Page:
I was planning to write a self-aggrandizing post about how this past weekend I:
*With the help of my co-workers, pulled off an ass-kicking “THIS Is What A Feminist Looks Like” Cocktail Bash (Hint: Feminists are hott)
*Rollerbladed for the first time since my hip surgery last spring (and only fell on my tushy once!)
*Taught the kindergarten version of the Noah’s Ark tale at Shalom School, complete with prism rainbows spinning around the room and a thunderous chorus of “Rise N’ Shine” (sorry for disturbing your lesson on mitzvot, first graders!)
*Washed, folded and put away four loads of laundry, cleaned two ceiling fans and vacuumed seven hundred pounds of dog hair
*Read a pile of books aloud, kissed the snake, walked the dog four times and snuggled with the kids an extra ten minutes each in their beds.
I was feeling pretty accomplished until I met Bizu Riki Mullu today at the Savannah Federation Ladies’ Luncheon (which I accidently dressed down for because it’s Veteran’s Day and the kids had no school – a huge mistake, since everyone else was fapizted to the nines. I felt like such a putz – even worse than I did last week at El Yenta Man’s 20 Year high school reunion when the situation was reversed: I was all frontin’ in my Diane Von Furstenburg dress and all the other women were lounging in their Sevens. Why does no one ever tell me these things? Do you enjoy my fashion faux pas?)
Anyhoo, Bizu is a phenomenal jewelry designer and Ethiopian Jew who made aliyah to Israel as part of Operation Moses in 1984. She was part of a group of 24 children on the last plane out of Sudan and didn’t see her family again for 10 years. Gorgeous, articulate and warm, Bizu also works for the Jewish Agency in Jerusalem helping Ethiopian Jews assimilate to Israeli life after Operation Solomon brought over 14,400 more “home” in 1991 and recently started Chassida Shmella of North America “which seeks to help Ethiopian Jews assimilate into the greater Jewish community in America and keep their connection to Israel.”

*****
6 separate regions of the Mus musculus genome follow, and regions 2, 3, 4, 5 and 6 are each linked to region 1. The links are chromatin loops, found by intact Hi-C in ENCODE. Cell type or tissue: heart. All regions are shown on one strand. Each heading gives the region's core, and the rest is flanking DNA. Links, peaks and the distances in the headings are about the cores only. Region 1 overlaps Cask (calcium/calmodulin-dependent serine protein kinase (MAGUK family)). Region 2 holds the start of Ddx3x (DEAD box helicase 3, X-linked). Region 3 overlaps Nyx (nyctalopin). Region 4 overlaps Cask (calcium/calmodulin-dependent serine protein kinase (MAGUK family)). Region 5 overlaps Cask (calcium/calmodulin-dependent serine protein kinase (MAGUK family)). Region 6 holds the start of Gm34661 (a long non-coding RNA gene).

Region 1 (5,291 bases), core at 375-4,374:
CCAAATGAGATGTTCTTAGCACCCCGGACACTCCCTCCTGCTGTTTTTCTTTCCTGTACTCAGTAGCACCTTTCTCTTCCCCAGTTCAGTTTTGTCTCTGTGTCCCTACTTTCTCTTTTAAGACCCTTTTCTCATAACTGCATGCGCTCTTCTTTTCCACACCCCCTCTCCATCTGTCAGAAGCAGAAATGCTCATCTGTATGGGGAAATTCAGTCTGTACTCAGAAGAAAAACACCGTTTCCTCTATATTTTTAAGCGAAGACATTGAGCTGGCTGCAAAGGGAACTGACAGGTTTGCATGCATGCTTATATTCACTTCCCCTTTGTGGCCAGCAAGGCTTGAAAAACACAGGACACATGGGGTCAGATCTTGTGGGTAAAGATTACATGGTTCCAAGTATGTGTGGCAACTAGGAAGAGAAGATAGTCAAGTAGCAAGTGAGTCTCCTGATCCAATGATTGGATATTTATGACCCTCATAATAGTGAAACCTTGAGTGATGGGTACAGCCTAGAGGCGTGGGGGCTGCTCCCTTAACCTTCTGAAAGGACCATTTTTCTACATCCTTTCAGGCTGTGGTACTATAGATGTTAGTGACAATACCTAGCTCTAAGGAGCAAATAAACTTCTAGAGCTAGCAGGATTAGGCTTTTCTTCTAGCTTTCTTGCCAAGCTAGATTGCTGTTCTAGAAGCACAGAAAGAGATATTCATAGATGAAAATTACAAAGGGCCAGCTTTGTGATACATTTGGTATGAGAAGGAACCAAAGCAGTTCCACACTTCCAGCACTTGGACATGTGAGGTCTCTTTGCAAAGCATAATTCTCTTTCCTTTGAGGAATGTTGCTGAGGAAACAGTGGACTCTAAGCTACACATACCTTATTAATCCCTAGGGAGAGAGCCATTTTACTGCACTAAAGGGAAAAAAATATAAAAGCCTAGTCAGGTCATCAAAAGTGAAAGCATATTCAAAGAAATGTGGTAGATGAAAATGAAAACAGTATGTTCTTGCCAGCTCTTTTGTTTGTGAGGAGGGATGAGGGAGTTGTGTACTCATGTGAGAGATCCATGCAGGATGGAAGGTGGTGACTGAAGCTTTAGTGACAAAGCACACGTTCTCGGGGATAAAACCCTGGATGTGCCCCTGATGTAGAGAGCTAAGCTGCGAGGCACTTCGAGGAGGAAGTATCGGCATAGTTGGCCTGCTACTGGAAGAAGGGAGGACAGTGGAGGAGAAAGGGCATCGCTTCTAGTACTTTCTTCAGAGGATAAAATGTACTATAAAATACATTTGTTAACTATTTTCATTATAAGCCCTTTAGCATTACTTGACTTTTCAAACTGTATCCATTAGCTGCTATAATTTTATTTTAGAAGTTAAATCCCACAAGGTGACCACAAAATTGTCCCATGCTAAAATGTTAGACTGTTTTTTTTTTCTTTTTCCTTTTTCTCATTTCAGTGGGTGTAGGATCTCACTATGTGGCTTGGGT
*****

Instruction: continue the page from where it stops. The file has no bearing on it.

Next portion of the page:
The story of the Ethiopian Jews is so amazing – their faith, their dedication to ritual makes me realize how much we take for granted as American Jews. For instance, during her talk today Bizu described how life in a Jewish Ethiopian village meant making everything from scratch, by hand. Shabbat preparations started on Wednesdays. A entire month before Passover was spent making new dishes for the holiday because of the tradition of breaking them afterwards – can you imagine sitting at a pottery wheel whipping up table settings for the family after cleaning out the chametz? Not only that, but there was no ordering boxes of Streit’s – Ethiopian Jewish mothers made their matzah just like the ancestors did, and since leaving it out made it stale and reverted it back to chametz (I don’t understand why this is, but I believe her) they had to make new matzah for every single meal for eight days. Now that’s the definition of balabusta, yo. I am humbled – my weekend was a freakin’ vacation compared to that.
Bizu says that many Ethiopian Jews (also known as the Falash Mura, and later as Beta Israel) have jettisoned their strict traditions since living in Israel, where there are grocery stores and nightclubs and perfectly fresh matzah available on every street corner, and now the work remains to help the second generation remember their unique origins. It was wonderful to hear her speak, and thank you to Toby Hollenberg for inviting me to this event – and oy, sorry about the jeans!